The uncertainty surrounding the coronavirus pandemic means lawmakers must hurry through their key priorities in case the legislative session is abruptly disrupted.
Local legislators — Sen. Caryn Tyson of Parker, Rep. Kent Thompson of LaHarpe and Rep. Ken Collins of Mulberry — talked about the start of the session during a Legislative Update with Allen County Farm Bureau members on Monday evening.
Legislative committees were disrupted Tuesday and Wednesday because of potential threats to the Statehouse in the wake of the U.S. Capitol riots protesting Donald Trump’s loss in the presidential election.
Legislators also expect they will face COVID-19-related disruptions, as well. The state Constitution requires lawmakers be in the building when voting, but they could participate in virtual meetings from their offices, Thompson said.
“I think there will be an outbreak. It’s probably not a question of if but when, so they’re trying to get quite a bit accomplished,” Thompson said.
“We did not vote on any legislation in the House last week. I’m anticipating this week is when we do. We’ll have quite a few things happen pretty quickly.”
Lawmakers also will work to overturn two bills vetoed by the governor in the last session and finish some of the items they weren’t able to address last year, Tyson said.
LAWMAKERS, especially in the Senate, will focus on about five key areas, Tyson said.
At the top of that list is to extend the state’s COVID-19 disaster emergency declaration before it expires Jan. 26. The GOP-led Senate and House have each proposed bills that do more than extend the deadline. They propose new limits on Democratic Gov. Laura Kelly’s powers, and would not allow her to close businesses or order a new lockdown.
“Next week is when the current declaration runs out and I believe we’re going to have something by then,” Collins said.
Legislators returned after the last session to pass the original bill that determined how the state would respond to numerous COVID-19-related issues. The new bills would extend those provisions.
“A year ago we never dreamed we would have a pandemic of this proportion. Maybe now we know a little bit more and we can handle it better. I hope we can.”
Tyson echoed Collins and added, “We found out, through some of the governor’s actions, that it’s not one-size-fits-all for emergencies.”
The legislature needs to do a deep dive on the emergency powers issue, Tyson said, though they also need to move quickly.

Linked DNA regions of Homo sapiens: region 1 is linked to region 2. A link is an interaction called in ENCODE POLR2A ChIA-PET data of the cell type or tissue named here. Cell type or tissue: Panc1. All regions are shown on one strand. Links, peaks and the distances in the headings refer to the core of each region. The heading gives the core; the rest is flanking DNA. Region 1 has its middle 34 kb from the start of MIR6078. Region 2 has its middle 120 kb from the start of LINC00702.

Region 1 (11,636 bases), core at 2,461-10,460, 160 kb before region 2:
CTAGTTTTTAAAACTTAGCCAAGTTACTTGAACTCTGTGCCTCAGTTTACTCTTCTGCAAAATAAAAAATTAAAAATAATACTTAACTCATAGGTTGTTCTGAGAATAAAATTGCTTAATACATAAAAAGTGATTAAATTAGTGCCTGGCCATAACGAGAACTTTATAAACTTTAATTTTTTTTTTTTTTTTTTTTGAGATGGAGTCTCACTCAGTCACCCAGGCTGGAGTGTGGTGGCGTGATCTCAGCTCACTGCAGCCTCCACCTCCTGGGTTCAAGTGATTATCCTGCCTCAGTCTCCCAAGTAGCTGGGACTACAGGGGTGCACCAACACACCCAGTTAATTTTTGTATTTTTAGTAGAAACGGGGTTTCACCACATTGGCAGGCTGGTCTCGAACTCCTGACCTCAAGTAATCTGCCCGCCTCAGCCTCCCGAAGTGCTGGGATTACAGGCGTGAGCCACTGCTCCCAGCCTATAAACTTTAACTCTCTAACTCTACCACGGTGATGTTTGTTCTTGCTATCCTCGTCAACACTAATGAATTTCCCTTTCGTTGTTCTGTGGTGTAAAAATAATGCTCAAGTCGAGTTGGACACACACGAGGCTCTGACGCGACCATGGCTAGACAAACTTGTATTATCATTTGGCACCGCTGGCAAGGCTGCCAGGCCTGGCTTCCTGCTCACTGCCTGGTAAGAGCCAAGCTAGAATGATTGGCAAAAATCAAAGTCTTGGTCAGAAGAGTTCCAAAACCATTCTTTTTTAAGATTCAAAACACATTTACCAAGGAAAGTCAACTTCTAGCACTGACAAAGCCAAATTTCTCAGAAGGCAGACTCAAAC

“We all know COVID is real but we also need to be wise about the fallout. Kansas is one of the states being hit extremely hard and we’ve got to be smart about how we’re managing it.”
She pointed to numerous cases of scammers who file fraudulent unemployment claims. Current state laws make it very difficult to resolve the problems caused by false claims, and it typically falls on the victim to sort through a very complicated process.
“It takes so much of your time and resources. And you’re the victim.”
Other priorities are:
“There’s only one thing we have to do, according to the Constitution, and that’s pass a budget,” Thompson said.
Historically, budget approval tends to happen in the final days of the session. That’s because it’s important to do research and obtain the best possible financial numbers, Thompson said. But with the pandemic and fears of a shortened session, it’s not clear if lawmakers may try to speed that process, too.
Property tax transparency
The Senate passed a bill that addresses property tax transparency, prevents property valuation increases related to routine maintenance, allows county treasurers to set up payment plans and removes a limit on how much counties can increase property taxes without a public vote.
State income tax
Lawmakers will need to find a way to work around a provision in President Trump’s 2017 tax cut bill that inadvertently increases state income taxes, Tyson said.
Some Kansans will pay more state income taxes than federal, she said.
Pro-life lawmakers are pushing for a vote on a Constitutional amendment on abortion.
A proposed amendment in the last session fell just short of votes for approval, but the recent election brought more conservatives to the Legislature and it has a better chance this year.
If approved, it would override a Kansas Supreme Court ruling that declared the state Constitution guarantees women the right to terminate a pregnancy.
LAWMAKERS also expressed concerns about how the Census could affect the redistricting process, which is expected to take place in 2022. The pandemic has made it difficult for Census workers to conduct a count. Populations trends show rural areas are losing residents while urban regions are growing.
Of the local legislators, only Tyson (then a freshman House representative) was part of the previous redistricting process, which had to be determined by the courts after hitting roadblocks in the Legislature.
“I think we’ve got some good people in the Legislature. I think we’ll come up with some good maps,” Tyson said. “I’m very hopeful. I always start out hopeful.”
“That’s a political process. It’s probably the most political thing we do,” Thompson said. “I’m concerned we’re going to lose (population) in the rural areas.”